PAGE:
Penobscot Nation puts support behind Canadian tribes fighting law changes

Posted Dec. 21, 2012, at 4:07 p.m.

INDIAN ISLAND, Maine — Members of the Penobscot Indian Nation gathered Friday to voice their support for the First Nations, a Canadian organization made up of more than 630 tribal communities, in the wake of a bill recently passed by the Canadian Senate that has drawn sharp opposition from tribes in Canada.

More than 40 Penobscot tribal members formed a circle around a small fire on the banks of the Penobscot River for a prayer, smudging and drumming ceremony Friday afternoon in a show of solidarity with the First Nations.

The outcry stems from the Canadian Senate passage of a 400-plus-page budget law, Bill C-45. The First Nations believes the law will terminate aboriginal treaties, and some tribal communities fear their sovereignty will be lost, essentially turning their communities into municipalities, according to Canadian news outlets.

The law also would make it easier for oil companies to build pipelines and purchase land by narrowing the scope of effects that need to be explored during environmental reviews, the tribes say. Tribes also strongly oppose changes to the Navigable Waters Protection Act, which removed thousands of bodies of water from federal protection in an attempt to streamline development projects.

Penobscot Tribal Chief Kirk Francis and Tribal Councilor Donna Loring, who also is a former tribal state legislator, both called the Canadian bill “appalling.”

Protests have spread across Canada under the movement Idle No More, with tribal members blocking and slowing traffic on roads and bridges. On Friday, Attawapiskat Chief Theresa Spence entered the 11th day of a hunger strike protesting the bill. Spence has vowed to continue her hunger strike until Prime Minister Stephen Harper agrees to meet with her.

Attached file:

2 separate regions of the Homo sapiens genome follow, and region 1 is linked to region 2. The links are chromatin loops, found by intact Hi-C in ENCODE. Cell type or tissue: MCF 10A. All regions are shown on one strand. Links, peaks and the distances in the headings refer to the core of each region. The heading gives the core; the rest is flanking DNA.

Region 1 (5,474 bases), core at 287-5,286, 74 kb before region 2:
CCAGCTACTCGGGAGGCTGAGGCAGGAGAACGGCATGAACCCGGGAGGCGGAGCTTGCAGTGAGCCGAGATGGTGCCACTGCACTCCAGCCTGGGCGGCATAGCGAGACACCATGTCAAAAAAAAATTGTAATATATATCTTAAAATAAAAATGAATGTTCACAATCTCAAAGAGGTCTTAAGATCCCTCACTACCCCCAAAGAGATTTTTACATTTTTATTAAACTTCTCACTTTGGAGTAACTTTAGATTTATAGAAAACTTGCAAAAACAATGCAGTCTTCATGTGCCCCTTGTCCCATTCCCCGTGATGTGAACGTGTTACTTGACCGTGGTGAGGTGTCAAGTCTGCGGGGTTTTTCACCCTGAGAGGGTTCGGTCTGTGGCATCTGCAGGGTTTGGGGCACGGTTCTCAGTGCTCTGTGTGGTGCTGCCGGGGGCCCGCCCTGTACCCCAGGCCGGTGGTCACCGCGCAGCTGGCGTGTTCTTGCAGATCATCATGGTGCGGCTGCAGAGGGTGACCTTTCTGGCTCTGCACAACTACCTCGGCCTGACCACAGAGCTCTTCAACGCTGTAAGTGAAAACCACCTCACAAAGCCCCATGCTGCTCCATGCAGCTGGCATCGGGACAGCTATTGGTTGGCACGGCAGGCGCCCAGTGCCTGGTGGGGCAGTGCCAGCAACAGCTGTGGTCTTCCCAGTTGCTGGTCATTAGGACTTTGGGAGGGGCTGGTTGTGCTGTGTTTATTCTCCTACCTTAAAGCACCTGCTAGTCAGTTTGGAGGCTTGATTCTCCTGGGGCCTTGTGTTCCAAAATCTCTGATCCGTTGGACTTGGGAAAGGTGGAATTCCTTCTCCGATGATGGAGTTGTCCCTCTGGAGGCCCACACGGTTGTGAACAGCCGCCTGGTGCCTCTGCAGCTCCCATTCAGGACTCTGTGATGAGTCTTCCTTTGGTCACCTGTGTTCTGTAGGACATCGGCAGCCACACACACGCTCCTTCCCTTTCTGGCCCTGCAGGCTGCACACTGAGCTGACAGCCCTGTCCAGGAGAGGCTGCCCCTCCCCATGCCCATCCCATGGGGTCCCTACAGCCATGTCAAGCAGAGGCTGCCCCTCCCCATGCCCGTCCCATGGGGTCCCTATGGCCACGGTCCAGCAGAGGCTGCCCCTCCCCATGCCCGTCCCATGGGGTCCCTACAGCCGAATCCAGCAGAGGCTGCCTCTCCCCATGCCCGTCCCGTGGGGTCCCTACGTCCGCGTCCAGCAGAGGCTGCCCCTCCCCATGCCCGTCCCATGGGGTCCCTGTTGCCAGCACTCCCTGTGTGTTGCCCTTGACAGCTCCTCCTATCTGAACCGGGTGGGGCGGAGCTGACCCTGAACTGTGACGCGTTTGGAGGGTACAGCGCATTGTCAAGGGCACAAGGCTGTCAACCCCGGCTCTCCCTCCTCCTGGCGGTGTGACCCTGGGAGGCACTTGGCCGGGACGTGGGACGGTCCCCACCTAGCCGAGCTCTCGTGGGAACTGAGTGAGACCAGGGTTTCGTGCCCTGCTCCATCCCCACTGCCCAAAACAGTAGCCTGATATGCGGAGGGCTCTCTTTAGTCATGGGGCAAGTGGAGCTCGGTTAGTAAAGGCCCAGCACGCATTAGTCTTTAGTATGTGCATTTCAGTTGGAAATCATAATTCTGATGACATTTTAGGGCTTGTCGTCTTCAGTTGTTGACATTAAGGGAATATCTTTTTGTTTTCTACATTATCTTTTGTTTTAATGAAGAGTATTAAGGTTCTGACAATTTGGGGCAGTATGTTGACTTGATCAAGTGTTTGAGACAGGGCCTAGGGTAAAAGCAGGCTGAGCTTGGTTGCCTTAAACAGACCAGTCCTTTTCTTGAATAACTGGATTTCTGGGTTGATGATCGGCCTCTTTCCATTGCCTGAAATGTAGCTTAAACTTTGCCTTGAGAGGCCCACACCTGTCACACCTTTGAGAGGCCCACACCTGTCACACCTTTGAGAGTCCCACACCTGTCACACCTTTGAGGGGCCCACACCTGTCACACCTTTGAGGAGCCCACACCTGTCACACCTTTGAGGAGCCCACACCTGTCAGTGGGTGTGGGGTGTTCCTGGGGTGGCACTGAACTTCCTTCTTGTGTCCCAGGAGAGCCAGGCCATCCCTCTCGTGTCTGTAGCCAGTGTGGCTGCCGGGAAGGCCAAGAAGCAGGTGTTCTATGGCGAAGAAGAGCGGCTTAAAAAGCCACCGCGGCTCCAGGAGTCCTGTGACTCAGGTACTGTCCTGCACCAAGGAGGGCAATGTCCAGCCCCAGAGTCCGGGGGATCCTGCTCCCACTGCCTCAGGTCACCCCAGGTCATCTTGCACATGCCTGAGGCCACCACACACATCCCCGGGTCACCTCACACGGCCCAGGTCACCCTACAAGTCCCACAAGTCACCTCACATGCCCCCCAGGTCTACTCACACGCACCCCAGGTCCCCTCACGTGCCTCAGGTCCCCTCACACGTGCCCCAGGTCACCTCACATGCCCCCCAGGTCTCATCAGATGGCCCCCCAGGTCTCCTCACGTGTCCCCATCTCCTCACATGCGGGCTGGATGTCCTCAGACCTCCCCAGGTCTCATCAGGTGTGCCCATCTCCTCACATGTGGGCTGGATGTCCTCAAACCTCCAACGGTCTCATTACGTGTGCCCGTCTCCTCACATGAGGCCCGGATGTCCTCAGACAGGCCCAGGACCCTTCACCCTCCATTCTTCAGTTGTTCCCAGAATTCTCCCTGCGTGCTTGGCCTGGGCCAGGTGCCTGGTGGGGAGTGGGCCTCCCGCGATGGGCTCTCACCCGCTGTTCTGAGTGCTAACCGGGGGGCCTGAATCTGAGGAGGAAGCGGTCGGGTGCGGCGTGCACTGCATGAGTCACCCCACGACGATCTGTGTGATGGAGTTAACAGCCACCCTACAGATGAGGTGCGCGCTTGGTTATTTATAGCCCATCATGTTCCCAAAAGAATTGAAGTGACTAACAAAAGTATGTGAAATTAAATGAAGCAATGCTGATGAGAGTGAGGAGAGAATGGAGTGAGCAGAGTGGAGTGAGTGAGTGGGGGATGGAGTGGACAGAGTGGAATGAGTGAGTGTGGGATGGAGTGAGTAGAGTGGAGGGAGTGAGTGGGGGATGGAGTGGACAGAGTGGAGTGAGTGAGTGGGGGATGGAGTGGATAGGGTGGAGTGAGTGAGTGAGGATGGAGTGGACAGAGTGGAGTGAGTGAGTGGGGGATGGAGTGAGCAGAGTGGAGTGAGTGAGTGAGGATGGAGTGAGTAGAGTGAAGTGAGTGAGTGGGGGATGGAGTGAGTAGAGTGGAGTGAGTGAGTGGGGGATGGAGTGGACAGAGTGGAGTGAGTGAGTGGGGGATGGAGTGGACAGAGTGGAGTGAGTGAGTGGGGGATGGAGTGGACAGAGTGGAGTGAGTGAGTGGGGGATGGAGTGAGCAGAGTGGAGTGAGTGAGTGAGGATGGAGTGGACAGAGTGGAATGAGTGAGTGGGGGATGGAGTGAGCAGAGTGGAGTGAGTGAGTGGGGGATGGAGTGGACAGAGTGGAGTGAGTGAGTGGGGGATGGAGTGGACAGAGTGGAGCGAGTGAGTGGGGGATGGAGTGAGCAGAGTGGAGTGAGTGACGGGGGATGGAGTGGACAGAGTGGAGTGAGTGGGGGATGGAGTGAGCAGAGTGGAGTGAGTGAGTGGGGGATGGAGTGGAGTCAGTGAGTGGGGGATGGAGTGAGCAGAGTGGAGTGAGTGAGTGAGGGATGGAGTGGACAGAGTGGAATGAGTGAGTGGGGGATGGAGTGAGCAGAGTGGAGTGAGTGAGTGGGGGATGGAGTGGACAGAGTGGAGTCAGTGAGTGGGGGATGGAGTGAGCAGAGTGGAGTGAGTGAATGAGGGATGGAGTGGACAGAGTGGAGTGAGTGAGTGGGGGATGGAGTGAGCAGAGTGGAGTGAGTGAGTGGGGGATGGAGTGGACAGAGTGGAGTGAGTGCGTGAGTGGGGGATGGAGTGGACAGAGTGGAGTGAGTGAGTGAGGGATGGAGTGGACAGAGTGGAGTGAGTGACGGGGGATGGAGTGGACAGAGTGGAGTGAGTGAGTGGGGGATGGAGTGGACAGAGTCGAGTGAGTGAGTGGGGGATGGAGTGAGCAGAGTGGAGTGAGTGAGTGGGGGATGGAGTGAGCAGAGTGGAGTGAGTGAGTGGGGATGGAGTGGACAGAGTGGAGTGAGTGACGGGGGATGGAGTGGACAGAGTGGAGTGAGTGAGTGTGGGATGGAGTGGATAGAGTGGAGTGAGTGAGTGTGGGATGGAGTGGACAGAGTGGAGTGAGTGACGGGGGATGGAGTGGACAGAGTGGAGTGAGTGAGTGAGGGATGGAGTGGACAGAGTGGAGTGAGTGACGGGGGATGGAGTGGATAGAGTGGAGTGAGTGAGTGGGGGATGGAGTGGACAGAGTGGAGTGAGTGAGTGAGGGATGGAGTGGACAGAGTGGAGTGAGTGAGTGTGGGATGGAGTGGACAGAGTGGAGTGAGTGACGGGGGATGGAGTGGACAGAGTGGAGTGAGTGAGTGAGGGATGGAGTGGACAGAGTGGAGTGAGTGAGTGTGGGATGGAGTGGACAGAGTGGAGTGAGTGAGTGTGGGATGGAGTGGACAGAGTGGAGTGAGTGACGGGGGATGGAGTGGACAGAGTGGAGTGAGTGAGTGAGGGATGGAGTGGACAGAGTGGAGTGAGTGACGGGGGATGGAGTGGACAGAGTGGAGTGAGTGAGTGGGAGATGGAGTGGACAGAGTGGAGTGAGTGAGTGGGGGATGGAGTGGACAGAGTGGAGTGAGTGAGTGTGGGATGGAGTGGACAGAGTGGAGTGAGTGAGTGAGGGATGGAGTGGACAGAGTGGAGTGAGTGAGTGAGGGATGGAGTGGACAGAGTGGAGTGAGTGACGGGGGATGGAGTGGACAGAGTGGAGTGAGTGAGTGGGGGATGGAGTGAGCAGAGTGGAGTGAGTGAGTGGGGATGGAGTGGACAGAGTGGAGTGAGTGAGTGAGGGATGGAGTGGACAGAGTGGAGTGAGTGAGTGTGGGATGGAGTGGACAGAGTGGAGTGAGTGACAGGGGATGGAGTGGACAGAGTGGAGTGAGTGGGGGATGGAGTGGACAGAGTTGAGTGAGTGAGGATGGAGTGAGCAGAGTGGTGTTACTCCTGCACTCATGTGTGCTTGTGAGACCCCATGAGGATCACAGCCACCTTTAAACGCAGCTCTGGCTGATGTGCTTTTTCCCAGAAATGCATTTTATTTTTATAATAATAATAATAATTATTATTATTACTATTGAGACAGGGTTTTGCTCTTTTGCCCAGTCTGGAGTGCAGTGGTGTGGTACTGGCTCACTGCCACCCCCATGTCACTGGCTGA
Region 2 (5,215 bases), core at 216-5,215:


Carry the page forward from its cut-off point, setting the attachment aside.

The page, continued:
The tribes also argue that the bill and process behind it violate the United Nations Declaration of the Rights of Indigenous Peoples, which requires that governments allow indigenous people to participate in decision making that would affect their rights, that governments consult and cooperate with indigenous people before adopting measures that may affect them, and more.

Francis said Native tribes in Canada and the United States are experiencing the return of “termination policies.”

“The inherent authority of tribes is under attack,” Francis said, calling on Wabanaki people to stand with the First Nations.

“It’s going to take communities coming together to fight these issues,” he said.

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